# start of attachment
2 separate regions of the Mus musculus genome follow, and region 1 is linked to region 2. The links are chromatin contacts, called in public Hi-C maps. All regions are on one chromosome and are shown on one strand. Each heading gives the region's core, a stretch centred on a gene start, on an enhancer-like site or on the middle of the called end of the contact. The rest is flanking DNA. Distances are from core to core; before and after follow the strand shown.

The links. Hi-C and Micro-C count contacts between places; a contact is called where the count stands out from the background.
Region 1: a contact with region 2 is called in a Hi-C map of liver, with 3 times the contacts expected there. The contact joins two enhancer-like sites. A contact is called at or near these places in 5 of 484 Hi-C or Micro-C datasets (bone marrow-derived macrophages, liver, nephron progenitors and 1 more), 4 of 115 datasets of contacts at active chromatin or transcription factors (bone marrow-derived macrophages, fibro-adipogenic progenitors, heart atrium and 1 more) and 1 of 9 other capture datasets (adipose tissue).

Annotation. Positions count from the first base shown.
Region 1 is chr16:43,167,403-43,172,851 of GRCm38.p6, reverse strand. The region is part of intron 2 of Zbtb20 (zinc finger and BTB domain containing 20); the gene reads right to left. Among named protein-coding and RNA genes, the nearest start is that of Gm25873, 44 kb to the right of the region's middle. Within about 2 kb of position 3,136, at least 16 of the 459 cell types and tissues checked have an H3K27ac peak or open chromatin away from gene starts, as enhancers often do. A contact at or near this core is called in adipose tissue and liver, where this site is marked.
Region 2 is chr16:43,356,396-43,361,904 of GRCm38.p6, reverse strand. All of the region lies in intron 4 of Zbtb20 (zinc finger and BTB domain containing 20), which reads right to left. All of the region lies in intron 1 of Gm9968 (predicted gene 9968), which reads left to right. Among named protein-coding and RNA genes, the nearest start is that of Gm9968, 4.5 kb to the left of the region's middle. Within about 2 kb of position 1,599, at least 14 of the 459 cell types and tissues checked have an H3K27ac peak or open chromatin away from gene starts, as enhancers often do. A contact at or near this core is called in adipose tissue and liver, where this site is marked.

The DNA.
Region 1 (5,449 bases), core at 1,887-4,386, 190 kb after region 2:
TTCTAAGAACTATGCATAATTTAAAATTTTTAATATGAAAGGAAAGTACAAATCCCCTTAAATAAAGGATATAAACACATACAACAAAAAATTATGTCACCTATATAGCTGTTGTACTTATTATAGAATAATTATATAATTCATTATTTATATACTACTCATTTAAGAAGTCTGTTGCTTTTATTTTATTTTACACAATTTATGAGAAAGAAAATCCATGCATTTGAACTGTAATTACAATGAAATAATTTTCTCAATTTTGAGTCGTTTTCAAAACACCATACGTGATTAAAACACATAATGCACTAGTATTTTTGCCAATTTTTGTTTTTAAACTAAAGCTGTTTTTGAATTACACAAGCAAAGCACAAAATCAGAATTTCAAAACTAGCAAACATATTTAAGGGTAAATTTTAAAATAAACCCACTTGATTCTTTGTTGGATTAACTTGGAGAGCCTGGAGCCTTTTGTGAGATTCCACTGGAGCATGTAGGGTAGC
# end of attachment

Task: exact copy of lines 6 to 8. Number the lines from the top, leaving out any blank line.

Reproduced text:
Region 2 is chr16:43,356,396-43,361,904 of GRCm38.p6, reverse strand. All of the region lies in intron 4 of Zbtb20 (zinc finger and BTB domain containing 20), which reads right to left. All of the region lies in intron 1 of Gm9968 (predicted gene 9968), which reads left to right. Among named protein-coding and RNA genes, the nearest start is that of Gm9968, 4.5 kb to the left of the region's middle. Within about 2 kb of position 1,599, at least 14 of the 459 cell types and tissues checked have an H3K27ac peak or open chromatin away from gene starts, as enhancers often do. A contact at or near this core is called in adipose tissue and liver, where this site is marked.

The DNA.
Region 1 (5,449 bases), core at 1,887-4,386, 190 kb after region 2: